The business cases for diversity are strong, showing that having a more diverse workforce isn’t just the right thing to do, it’s also the best thing to do for your profitability, performance, and ROI. As a result, diverse hiring for workplaces has become a more prominent strategic goal. But there's much more to reaping the rewards of diversity than actively hiring people of different backgrounds.
To get the full benefits of a diverse workforce, organisations need to be able to bring different people together, make them feel confident and welcomed, and develop a widespread sense of belonging. This is what a culture of inclusion should achieve. Here’s some insight into what is meant by a culture of inclusion, what it looks like in action and how to support your organisation in creating a truly inclusive environment.
What is the difference between diversity and inclusion?
Diversity and inclusion go hand-in-hand, but they aren’t the same thing. Diversity refers to representing a spectrum of different identities and backgrounds within your organisation.
Inclusion, on the other hand, is the practice of ensuring people from all possible backgrounds feel supported and welcomed. One cannot exist without the other, and without an inclusive workplace culture, you cannot suspect any attempts at hiring for diversity to have longevity. To find out more, take a look at our guide on the difference between diversity, inclusion and accessibility.
What does an inclusive organisational culture look like?
An inclusive workplace culture is needed to bring the benefits of diversity to life, such as greater innovation and profitability, reduced turnover and improved engagement. So with that in mind, what exactly does an inclusive organisational culture look like?
It has a diverse set of leaders
Workplace culture is built from the top down, so organisations need to be representative at leadership levels and committed to working with people of diverse nationalities, genders, orientations, generations, and ethnicities. Without diversity in leadership, diversity hiring can quickly look like tokenism, insincerity, or that there’s a glass ceiling in place. Good examples of diversity in leadership include talking to staff members from different backgrounds about their career goals and evaluating their potential, providing mentoring or upskilling opportunities and nurturing their transition into management and leadership roles.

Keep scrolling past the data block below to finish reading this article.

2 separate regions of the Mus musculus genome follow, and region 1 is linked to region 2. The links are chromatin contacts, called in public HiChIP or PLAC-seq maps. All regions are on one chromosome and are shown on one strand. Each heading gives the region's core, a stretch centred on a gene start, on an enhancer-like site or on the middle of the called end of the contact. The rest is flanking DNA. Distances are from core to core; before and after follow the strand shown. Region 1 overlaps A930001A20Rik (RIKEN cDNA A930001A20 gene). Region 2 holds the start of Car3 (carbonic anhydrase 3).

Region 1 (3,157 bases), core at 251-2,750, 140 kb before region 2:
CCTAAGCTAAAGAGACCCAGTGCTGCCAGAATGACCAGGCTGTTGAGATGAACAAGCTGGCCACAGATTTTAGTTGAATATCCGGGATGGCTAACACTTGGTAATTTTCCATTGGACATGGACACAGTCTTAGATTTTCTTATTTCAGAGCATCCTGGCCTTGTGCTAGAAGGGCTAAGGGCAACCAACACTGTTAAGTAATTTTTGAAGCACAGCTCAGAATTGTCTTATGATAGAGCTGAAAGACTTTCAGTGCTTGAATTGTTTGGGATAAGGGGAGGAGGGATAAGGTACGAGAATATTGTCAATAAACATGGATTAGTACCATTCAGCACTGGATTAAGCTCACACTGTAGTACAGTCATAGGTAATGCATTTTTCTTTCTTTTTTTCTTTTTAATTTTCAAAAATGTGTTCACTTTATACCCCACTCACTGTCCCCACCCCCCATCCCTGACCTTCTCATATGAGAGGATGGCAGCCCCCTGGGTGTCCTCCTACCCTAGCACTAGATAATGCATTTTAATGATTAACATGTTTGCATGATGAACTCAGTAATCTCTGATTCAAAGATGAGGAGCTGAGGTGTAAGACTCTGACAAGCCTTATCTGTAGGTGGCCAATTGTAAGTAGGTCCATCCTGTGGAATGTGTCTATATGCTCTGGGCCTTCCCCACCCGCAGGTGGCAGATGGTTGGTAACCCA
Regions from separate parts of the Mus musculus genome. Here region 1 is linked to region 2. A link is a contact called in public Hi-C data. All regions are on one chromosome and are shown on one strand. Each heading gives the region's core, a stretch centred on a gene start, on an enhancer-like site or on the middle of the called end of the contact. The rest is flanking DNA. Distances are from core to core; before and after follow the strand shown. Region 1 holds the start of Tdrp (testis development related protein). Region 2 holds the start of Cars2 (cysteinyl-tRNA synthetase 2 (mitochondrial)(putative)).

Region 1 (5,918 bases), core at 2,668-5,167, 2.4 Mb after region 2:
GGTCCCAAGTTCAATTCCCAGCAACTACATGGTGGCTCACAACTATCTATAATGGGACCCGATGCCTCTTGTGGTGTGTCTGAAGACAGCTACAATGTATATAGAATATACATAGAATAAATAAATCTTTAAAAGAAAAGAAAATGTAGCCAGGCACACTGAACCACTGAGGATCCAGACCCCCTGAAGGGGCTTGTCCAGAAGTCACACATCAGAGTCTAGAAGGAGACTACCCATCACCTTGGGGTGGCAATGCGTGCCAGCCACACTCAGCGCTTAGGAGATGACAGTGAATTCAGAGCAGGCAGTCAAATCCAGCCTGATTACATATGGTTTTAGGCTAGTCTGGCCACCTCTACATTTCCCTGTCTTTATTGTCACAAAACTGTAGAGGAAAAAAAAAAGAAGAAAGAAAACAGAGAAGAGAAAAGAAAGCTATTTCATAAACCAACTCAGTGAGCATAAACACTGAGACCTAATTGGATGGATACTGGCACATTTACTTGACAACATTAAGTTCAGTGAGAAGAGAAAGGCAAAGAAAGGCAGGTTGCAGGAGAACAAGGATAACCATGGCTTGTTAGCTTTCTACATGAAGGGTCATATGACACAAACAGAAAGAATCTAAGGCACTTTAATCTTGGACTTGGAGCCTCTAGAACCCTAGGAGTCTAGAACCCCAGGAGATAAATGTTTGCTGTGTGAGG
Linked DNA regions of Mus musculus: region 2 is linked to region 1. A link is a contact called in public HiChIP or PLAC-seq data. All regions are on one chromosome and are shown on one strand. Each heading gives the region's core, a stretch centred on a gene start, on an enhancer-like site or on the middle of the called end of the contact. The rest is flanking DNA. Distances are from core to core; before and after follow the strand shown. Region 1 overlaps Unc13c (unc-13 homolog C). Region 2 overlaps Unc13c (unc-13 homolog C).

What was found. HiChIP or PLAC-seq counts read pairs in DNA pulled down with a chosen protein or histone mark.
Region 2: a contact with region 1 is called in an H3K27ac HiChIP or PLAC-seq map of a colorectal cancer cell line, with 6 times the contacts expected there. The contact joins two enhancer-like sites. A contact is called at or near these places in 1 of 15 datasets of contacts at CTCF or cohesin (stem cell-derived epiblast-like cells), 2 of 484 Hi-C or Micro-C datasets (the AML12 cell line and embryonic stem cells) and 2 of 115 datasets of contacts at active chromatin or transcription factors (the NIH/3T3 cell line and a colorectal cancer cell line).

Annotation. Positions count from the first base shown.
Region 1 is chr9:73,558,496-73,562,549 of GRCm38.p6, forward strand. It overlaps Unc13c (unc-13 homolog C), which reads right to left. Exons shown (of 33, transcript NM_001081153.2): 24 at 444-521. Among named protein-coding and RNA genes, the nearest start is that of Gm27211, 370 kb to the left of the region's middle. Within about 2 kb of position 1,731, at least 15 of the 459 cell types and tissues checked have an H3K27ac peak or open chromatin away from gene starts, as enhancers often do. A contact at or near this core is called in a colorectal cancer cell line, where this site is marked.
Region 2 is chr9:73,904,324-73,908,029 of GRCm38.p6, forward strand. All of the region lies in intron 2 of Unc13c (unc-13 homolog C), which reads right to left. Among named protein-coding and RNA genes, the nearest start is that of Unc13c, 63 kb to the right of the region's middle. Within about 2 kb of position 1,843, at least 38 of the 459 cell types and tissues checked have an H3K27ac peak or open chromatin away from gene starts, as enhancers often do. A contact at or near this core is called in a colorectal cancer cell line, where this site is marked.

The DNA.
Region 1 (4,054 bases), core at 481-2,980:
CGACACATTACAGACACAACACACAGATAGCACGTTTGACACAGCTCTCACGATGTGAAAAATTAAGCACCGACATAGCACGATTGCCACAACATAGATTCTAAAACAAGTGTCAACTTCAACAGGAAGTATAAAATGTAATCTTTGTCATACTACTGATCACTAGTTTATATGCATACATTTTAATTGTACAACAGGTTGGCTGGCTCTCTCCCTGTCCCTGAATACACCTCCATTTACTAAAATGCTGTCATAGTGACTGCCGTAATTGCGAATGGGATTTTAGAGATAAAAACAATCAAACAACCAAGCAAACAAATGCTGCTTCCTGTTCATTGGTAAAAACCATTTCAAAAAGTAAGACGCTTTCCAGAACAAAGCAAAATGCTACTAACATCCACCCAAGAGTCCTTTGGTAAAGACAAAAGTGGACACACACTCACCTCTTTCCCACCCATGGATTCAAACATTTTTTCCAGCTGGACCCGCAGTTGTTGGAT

It has safe spaces
Inclusive workplaces cater for the different needs of their employees equally rather than the interests of one or two groups, making it an accessible, enriching functional space for everyone. For example, inclusive workplaces may have spaces for nursing mothers, prayer rooms or gender-inclusive bathrooms.
It encourages open communication and sharing
Inclusive organisations strive to attract and incorporate people from different backgrounds, and to bring people together. To achieve this, it’s essential to have open and non-judgemental lines of communication between teams, leadership, new hires, and existing staff. A good example of this would be having an open-door policy for employees to safely bring up issues they need clarifying, having casual meeting spaces for networking and connecting, or creating support groups.
It supports anonymised hiring
Anonymised hiring platforms are a functional and practical means of attracting more diverse hires and building a more inclusive workplace because they rely solely on applicant skills and problem-solving abilities that are relevant to the role. This mitigates the very real risks of unconscious bias in hiring practices by ensuring applications are anonymous, that candidates’ answers are randomised to guarantee fairness, that gendered language is removed from job postings, and that clients receive live data insights throughout the process. This delivers high-quality skills matches for your open roles from a much wider pool of talent.
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It supports and upholds diversity and inclusion in policies
Inclusion should be a clear element of organisational policy. This can include programs to support underrepresented groups, monitoring and measuring organisational diversity, and having policies in place to hold people accountable when violations occur. By having forward-thinking D&I policies and a clear track record of following through, an organisation can show that their D&I approach is meaningful, that they are truly committed to these principles, and that they take their values seriously.
Building an inclusive workplace starts with the right tools
Applied provides the technology that businesses need to create and support a meaningfully diverse and inclusive workplace. Our gender decoder tool empowers organisations to remove conscious and unconscious gendered language from job postings, suggesting gender-neutral alternatives that ensure that your postings attract the best quality candidates from a wider talent pool.
For additional information, you can also look at our top job boards for gender diversity to support your hiring journey, or request a demo of our cutting-edge hiring platform.